Box art for The Lost World: Jurassic Park

The Lost World: Jurassic Park

action & adventure, children & family, sci-fi & fantasy, thrillers


Director Steven Spielberg takes us back to the scene of Jurassic Park in The Lost World, the blockbuster sequel with even more dinosaurs, more action and more breathtaking visual effects than its record-breaking predecessor.

Rotten Tomatoes® scores

  • Critic Score
    52%
  • Audience Score
    52%

common sense

PAUSE for kids age 12
Consumerism
1 out of 5
Drinking, drugs, & smoking
1 out of 5
Language
2 out of 5
Positive messages
3 out of 5
Positive role models
4 out of 5
Sex
0 out of 5
Violence
4 out of 5

Nastier beasts and mean people in intense sequel.

what parents need to know

Parents need to know that The Lost World: Jurassic Park intends to thrill its audience with action-packed, scary, and suspenseful scenes. The film is not recommended for very young or sensitive kids. Dinosaurs, clearly motivated by a desire to protect their young and their environment, attack and often kill the humans whom they perceive as predators. Lengthy sequences of heroes in peril and animal brutality alternate with scenes that attempt to build character and relationships. Steven Spielberg shows some of the mayhem on camera (i.e., a heroic character is pulled apart by two dinos, then eaten); at other times, the director chooses to suggest the animals' savagery and plays it off camera (blood flows in water after a man is attacked). There are a few instances of mild swearing ("bastards," "s--t," "goddamn").

what families can talk about

  • Families can talk about sequels. In horror movies, the body count is higher the next time around. Why is this movie so much more gruesome than Jurassic Park?
  • What do you think of the movie's violence? Is it necessary to the story? Why or why not?
  • Is this the kind of movie that will stand the test of time, or does it already seem dated?

movie reviews from Rotten Tomatoes®

Top Critic Reviews

Rotten: Spielberg's dinos, manipulated by a small army of puppeteers, are watchable enough. But these artificial critters have little reason to be resurrected in our era, let alone on 3,300 screens over Memorial Day weekend.

- Bill Stamets, Chicago Reader, Saturday, January 1, 2000

Fresh:

- David Ansen, Newsweek, Tuesday, July 6, 2010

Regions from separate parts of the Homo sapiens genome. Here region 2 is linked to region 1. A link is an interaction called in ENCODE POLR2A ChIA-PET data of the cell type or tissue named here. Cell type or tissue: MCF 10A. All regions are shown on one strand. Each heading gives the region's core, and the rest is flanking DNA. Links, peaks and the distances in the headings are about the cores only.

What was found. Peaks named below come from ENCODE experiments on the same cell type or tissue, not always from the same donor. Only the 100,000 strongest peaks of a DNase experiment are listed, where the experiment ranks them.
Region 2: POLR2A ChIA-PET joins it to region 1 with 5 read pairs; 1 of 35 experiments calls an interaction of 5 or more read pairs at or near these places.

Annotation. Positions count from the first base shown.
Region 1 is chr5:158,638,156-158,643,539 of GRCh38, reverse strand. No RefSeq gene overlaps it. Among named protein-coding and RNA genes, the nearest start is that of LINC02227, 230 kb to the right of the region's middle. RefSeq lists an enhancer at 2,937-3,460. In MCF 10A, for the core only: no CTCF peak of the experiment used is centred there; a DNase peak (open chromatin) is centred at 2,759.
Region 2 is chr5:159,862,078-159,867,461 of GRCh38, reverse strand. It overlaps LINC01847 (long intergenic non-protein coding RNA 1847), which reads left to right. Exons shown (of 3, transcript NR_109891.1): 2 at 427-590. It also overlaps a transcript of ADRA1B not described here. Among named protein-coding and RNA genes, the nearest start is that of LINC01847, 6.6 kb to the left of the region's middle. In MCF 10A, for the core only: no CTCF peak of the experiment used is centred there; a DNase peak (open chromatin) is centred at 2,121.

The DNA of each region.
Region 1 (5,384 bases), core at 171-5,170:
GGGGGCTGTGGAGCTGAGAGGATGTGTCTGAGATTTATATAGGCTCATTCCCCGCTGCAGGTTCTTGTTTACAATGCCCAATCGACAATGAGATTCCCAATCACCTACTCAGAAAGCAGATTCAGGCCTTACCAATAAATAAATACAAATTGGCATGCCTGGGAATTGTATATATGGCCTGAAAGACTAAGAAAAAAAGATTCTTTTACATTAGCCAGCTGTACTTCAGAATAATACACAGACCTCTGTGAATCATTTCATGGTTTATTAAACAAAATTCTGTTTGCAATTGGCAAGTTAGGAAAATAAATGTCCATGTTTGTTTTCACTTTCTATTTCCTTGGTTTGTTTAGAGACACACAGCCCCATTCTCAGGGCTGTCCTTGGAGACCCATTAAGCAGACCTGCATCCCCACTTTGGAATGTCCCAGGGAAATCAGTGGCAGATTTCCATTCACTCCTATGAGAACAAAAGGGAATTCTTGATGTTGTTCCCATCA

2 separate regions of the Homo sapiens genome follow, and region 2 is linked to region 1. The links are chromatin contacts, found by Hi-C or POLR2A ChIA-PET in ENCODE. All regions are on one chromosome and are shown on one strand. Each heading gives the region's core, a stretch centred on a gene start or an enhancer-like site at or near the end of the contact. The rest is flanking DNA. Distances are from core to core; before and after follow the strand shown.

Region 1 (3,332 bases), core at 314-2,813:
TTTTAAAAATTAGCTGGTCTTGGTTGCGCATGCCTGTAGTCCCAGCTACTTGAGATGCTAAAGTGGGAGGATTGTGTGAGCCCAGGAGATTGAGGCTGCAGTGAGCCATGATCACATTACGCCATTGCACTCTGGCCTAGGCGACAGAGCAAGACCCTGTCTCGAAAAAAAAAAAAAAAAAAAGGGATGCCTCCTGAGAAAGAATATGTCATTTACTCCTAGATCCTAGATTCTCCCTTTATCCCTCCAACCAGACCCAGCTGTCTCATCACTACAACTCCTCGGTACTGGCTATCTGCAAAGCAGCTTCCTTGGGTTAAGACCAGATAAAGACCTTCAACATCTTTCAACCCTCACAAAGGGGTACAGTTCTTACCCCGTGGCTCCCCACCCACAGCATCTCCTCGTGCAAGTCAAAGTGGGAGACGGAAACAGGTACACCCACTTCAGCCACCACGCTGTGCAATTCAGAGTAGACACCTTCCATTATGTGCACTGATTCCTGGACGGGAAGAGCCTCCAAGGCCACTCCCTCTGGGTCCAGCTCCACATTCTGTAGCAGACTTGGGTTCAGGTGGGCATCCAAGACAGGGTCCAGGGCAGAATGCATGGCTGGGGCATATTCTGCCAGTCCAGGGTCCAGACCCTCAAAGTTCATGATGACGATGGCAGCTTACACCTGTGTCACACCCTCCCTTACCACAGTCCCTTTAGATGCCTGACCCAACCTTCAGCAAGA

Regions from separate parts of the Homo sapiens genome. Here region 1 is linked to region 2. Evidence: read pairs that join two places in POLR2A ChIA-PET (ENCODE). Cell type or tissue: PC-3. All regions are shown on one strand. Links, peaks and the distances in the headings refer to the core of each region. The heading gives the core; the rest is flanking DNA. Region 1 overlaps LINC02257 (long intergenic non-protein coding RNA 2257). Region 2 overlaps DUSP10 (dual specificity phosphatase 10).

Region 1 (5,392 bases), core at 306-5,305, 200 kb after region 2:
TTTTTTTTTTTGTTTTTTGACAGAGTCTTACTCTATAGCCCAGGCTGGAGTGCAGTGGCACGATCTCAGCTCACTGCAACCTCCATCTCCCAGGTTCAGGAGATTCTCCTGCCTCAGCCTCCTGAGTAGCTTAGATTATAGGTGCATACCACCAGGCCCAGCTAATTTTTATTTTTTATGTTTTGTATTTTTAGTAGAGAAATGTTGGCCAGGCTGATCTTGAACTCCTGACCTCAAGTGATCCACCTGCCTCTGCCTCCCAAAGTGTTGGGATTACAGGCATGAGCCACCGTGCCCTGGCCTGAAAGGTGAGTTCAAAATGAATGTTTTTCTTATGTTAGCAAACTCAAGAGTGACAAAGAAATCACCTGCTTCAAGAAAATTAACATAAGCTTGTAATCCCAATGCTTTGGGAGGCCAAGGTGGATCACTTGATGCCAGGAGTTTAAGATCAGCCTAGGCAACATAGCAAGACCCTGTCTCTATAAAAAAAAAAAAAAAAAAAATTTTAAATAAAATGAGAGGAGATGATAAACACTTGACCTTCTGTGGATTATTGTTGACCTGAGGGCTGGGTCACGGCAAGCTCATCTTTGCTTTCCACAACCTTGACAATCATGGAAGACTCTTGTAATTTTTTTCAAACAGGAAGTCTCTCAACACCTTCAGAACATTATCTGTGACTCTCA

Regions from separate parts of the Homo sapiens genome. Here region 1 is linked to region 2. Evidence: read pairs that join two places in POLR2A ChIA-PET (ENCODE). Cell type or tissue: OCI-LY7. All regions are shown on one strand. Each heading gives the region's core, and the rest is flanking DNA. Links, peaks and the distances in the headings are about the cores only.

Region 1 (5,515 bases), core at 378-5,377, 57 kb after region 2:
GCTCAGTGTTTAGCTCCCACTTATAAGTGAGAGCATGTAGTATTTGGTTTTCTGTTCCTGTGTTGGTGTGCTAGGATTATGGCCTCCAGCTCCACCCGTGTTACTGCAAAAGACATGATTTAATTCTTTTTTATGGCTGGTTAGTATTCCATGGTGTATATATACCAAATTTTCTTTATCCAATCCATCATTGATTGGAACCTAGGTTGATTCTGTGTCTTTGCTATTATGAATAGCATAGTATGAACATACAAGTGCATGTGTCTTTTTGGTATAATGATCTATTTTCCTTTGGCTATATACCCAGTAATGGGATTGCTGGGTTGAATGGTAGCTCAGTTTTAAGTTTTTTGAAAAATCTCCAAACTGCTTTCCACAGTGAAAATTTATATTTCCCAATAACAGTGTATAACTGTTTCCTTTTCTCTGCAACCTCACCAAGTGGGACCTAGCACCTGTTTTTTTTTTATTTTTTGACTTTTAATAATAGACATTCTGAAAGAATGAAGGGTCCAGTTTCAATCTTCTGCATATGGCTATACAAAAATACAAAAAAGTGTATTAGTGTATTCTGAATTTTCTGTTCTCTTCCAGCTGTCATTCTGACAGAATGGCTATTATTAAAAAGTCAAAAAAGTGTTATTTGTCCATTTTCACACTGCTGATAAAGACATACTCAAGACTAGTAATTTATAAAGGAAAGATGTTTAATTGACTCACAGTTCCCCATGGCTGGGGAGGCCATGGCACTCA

Fresh: Militaristic bounty hunters...intend to capture these animals, ship them to San Diego and make a profitable spectacle out of them.

- Desson Thomson, Washington Post, Saturday, January 1, 2000

Audience Reviews

3 stars

With a darker tone and no shortage of fast-paced action thrills, Spielberg's 1997 follow-up to his original dino-classic manages to be a an underrated gem that is very much worth checking out for action junkies. Personally, I am shocked at the amount of hate this sequel has gotten over the years. While far from a cinematic masterpiece, it is levels above the abominable "Jurassic Park III" and in some respects a bit of an improvement over the original. One aspect that the sequel improves upon are the characters. Although far from spectacular, they posses a lot more charisma and a bit more layers than the first batch. Ian Malcolm, who was regulated to the sidelines in the original, is given center stage and the film is all the better for it, especially given Jeff Goldblum's more dynamic portrayal. Julianne Moore and Vince Vaughn also give decent supporting performances but Pete Postlethwaite steals the show as the thrill-seeking hunter Roland Tembo (also has probably the most fascinating character arc out of all the cast). Even the dinosaurs are given more characterization than the first, especially the velociraptors and the T-rexes. It's also a plus that the dialogue and banter yield a bit more emotional meat outside of just providing clunky exposition. The visuals and action are just as spectacular as the first and Spielberg follows the "Aliens" template of giving the audience more dinosaurs. My favorite sequences include the nerve-racking breaking glass sequence and anything involving the velociraptors (tall grass sequence). As far as plot goes, it does lack some originality (it's pretty much Spielberg's big budget remake of Sir Arthur Conan Doyle's "The Lost World") along with containing a few plot contrivances and ridiculous moments (Ex. velociraptor killed by gymnastics). Although to be fair, it's not like the first movie was lacking in ridiculous moments either. The closing San Diego sequence, while thrilling, did feel overall tacked on. Almost as if Spielberg desperately wanted to make a mini-Kaiju movie in the vein of Godzilla and he saw this flick as his only chance to do so. Ironically, the sequence ended up being a much better and more faithful representation of Godzilla movies than the crap-storm Roland Emmerich version that came out a year later. On a side note, John Williams provides the score once again but unfortunately the music feels phoned in and lacking in memorable ques. It doesn't end up being as moving as the first one. It's far from a masterpiece or a significant highlight in Speilberg's long and prestigious career, but it's a nice guilt-free slice of action/adventure fun nonetheless.

- fb100002384654145, Saturday, December 28, 2013

3 stars